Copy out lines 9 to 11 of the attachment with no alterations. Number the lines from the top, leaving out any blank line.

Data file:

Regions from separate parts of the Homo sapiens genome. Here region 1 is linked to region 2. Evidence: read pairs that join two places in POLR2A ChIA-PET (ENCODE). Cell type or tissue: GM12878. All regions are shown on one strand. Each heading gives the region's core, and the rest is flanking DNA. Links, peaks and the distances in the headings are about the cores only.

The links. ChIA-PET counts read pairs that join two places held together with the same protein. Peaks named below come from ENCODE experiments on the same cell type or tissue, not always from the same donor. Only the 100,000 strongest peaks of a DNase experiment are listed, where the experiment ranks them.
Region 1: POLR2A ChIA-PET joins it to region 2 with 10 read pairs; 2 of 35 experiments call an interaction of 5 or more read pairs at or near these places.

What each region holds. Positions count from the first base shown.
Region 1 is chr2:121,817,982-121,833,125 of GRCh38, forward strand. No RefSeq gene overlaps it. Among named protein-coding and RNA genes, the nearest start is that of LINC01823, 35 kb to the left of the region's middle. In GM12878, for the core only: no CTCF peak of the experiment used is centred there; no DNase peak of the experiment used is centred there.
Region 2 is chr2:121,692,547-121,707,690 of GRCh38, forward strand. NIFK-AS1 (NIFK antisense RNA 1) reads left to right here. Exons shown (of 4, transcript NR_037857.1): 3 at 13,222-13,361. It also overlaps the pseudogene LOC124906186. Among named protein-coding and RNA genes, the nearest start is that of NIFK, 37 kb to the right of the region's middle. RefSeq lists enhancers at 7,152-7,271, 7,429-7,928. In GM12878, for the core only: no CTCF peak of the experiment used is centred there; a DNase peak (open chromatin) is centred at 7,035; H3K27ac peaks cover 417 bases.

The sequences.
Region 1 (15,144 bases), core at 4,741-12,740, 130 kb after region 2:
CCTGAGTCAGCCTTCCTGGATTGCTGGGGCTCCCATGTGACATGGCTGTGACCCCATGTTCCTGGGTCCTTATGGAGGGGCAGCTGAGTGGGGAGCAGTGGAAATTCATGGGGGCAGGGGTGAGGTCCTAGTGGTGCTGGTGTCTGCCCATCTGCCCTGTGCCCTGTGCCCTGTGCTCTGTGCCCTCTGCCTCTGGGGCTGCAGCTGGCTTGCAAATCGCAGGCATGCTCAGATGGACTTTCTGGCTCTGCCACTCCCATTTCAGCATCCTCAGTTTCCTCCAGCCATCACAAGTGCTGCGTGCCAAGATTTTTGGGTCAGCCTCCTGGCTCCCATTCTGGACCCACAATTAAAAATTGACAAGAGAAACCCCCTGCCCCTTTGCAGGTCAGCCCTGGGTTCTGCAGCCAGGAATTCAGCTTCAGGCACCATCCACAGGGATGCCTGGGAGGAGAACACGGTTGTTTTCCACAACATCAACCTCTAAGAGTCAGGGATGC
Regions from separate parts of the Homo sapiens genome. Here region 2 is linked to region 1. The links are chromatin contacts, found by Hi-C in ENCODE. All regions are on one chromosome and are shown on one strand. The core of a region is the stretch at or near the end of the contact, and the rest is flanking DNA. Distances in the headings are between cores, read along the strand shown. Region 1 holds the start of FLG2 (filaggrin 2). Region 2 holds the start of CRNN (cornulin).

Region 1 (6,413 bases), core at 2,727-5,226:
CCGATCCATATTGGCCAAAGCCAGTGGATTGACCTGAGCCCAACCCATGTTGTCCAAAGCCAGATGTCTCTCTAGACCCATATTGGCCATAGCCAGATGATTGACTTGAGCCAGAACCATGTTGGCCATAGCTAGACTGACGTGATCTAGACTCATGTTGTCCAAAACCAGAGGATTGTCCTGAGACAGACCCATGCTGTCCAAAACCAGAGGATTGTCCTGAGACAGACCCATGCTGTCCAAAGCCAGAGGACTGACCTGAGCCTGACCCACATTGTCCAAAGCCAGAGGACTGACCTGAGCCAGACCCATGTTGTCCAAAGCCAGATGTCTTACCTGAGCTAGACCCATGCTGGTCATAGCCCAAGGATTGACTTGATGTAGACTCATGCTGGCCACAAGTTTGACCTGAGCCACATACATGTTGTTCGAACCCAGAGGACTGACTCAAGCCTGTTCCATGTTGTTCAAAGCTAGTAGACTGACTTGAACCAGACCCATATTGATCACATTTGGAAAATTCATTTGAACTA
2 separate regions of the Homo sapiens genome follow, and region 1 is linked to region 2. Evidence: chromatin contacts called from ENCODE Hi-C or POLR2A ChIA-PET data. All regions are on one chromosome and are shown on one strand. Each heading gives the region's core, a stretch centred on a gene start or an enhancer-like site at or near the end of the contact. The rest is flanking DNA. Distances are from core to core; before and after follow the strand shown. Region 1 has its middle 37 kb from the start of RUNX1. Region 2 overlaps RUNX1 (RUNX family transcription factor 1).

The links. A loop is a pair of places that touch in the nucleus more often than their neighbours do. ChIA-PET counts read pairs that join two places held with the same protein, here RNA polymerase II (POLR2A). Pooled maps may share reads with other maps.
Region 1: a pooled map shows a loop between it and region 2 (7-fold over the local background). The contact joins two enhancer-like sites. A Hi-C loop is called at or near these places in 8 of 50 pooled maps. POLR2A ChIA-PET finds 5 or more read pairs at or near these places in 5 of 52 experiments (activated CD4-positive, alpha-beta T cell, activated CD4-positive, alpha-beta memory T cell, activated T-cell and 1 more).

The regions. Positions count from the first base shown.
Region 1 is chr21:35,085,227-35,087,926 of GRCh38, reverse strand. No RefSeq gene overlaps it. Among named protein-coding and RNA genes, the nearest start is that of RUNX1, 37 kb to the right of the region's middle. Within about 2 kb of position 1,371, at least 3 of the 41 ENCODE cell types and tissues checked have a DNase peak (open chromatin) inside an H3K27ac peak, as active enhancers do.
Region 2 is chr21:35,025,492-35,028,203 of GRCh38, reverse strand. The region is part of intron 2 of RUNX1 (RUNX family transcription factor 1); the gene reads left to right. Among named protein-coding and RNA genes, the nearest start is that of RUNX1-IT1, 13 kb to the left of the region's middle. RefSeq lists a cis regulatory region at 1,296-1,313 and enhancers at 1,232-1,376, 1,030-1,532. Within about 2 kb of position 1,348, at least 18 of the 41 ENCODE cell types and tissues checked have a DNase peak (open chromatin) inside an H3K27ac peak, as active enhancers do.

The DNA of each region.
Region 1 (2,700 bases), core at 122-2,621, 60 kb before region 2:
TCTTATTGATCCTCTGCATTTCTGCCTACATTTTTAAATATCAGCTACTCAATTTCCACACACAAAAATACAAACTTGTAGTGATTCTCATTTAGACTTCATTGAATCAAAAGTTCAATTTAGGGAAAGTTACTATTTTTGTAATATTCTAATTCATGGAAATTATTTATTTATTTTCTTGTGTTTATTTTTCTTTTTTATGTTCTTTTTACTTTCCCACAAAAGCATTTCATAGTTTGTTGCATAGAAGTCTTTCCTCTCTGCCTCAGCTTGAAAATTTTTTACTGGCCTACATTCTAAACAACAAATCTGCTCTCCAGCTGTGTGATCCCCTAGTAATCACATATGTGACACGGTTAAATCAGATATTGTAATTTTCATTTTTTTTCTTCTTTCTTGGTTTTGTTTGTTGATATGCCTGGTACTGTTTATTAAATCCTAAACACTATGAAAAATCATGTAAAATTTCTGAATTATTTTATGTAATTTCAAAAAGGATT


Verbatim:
CCTGAGTCAGCCTTCCTGGATTGCTGGGGCTCCCATGTGACATGGCTGTGACCCCATGTTCCTGGGTCCTTATGGAGGGGCAGCTGAGTGGGGAGCAGTGGAAATTCATGGGGGCAGGGGTGAGGTCCTAGTGGTGCTGGTGTCTGCCCATCTGCCCTGTGCCCTGTGCCCTGTGCTCTGTGCCCTCTGCCTCTGGGGCTGCAGCTGGCTTGCAAATCGCAGGCATGCTCAGATGGACTTTCTGGCTCTGCCACTCCCATTTCAGCATCCTCAGTTTCCTCCAGCCATCACAAGTGCTGCGTGCCAAGATTTTTGGGTCAGCCTCCTGGCTCCCATTCTGGACCCACAATTAAAAATTGACAAGAGAAACCCCCTGCCCCTTTGCAGGTCAGCCCTGGGTTCTGCAGCCAGGAATTCAGCTTCAGGCACCATCCACAGGGATGCCTGGGAGGAGAACACGGTTGTTTTCCACAACATCAACCTCTAAGAGTCAGGGATGC
Regions from separate parts of the Homo sapiens genome. Here region 2 is linked to region 1. The links are chromatin contacts, found by Hi-C in ENCODE. All regions are on one chromosome and are shown on one strand. The core of a region is the stretch at or near the end of the contact, and the rest is flanking DNA. Distances in the headings are between cores, read along the strand shown. Region 1 holds the start of FLG2 (filaggrin 2). Region 2 holds the start of CRNN (cornulin).

Region 1 (6,413 bases), core at 2,727-5,226: